Among the hard words which are no longer to be used, it has been long the custom to number terms of art. Every man (says Swift) is more able to explaiu the subject of an art than its professors ; a Farmer will tell you, in two words, that he has broken his leg; but a surgeon, after a long discourse, shall leave you as ignorant as you were before. This could only have been said by such an exact observer of life, in gratification of malignity, or in ostentation of acuteness. Every hour produces instances of the necessity of terms of art. Mankind could never conspire in uniform affectation; it is not but by necessity that every science and every trade has its peculiar language. They that content themselves with general ideas may rest in general terms; but those whose studies or employments force them upon closer inspection, must have names for particular parts, and words by which they may express various modes of combination, such as none but themselves have occasion to consider.

Artists are indeed sometimes ready to suppose that none can be strangers to words to which themselves are familiar, talk to an incidental enquirer as they talk to one another, and make their knowledge ridiculous by injudicious obtrusion. An art cannot be taught but by its proper terms, but it is not always necessary to teach the art.

That the vulgar express their thoughts clearly is far from being true; and what perspicuity can be found among them proceeds not from the easiness of their language but the shallowness of their thoughts. He that sees a building as a common spectator contents himself with relating that it is great or little, mean or splendid, lofty or low; all these words are intelligible and common, but they convey no distinct or limited ideas; if he attempts, without the terms of architecture, to delineate the parts, or enumerate the ornaments, his narration at once becomes unintelligible. The terms, indeed, generally displease, because they are understood by few; but they are little understood only because few that look upon an edifice, examine its parts, or analyse its columns into their members.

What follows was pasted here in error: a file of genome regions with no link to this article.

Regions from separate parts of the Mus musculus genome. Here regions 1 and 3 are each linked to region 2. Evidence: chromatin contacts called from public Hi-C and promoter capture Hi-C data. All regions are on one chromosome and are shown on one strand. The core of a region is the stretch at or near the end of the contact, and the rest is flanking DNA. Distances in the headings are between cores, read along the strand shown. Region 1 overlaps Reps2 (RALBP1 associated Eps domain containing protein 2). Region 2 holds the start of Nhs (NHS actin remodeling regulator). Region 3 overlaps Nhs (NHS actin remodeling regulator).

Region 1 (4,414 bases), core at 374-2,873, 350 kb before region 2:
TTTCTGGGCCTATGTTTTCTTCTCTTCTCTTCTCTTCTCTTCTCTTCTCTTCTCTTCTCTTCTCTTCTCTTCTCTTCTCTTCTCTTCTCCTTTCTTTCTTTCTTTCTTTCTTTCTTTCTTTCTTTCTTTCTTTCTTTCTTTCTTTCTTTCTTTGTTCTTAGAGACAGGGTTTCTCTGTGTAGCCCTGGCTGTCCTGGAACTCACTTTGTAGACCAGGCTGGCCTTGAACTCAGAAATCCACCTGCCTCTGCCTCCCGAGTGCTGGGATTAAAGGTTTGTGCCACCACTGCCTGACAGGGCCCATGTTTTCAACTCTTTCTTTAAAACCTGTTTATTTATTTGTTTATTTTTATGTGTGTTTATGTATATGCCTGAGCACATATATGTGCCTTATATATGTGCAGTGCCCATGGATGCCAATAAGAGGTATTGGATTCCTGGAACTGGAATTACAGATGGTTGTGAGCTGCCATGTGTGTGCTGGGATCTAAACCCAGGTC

The state of every other art is the same; as it is cur. sorily surveyed or accurately examined, different forms of expression become proper. In morality it is one thing to discuss the niceties of the casuist, and another to direct the practice of common life. In agriculture, he that instructs the farmer to plouzh and sow, may convey his notions without the words which he would find necessary in explaining to philosophers the process of vegetation ; and if he, who has nothing to do but to be honest by the shortest way, will per plex his mind with subtile speculations; or if he, whose task is to reap and thresh will not be contented without examining the evolution of the seed and cir. culation of the sap, the writers whom either shall con.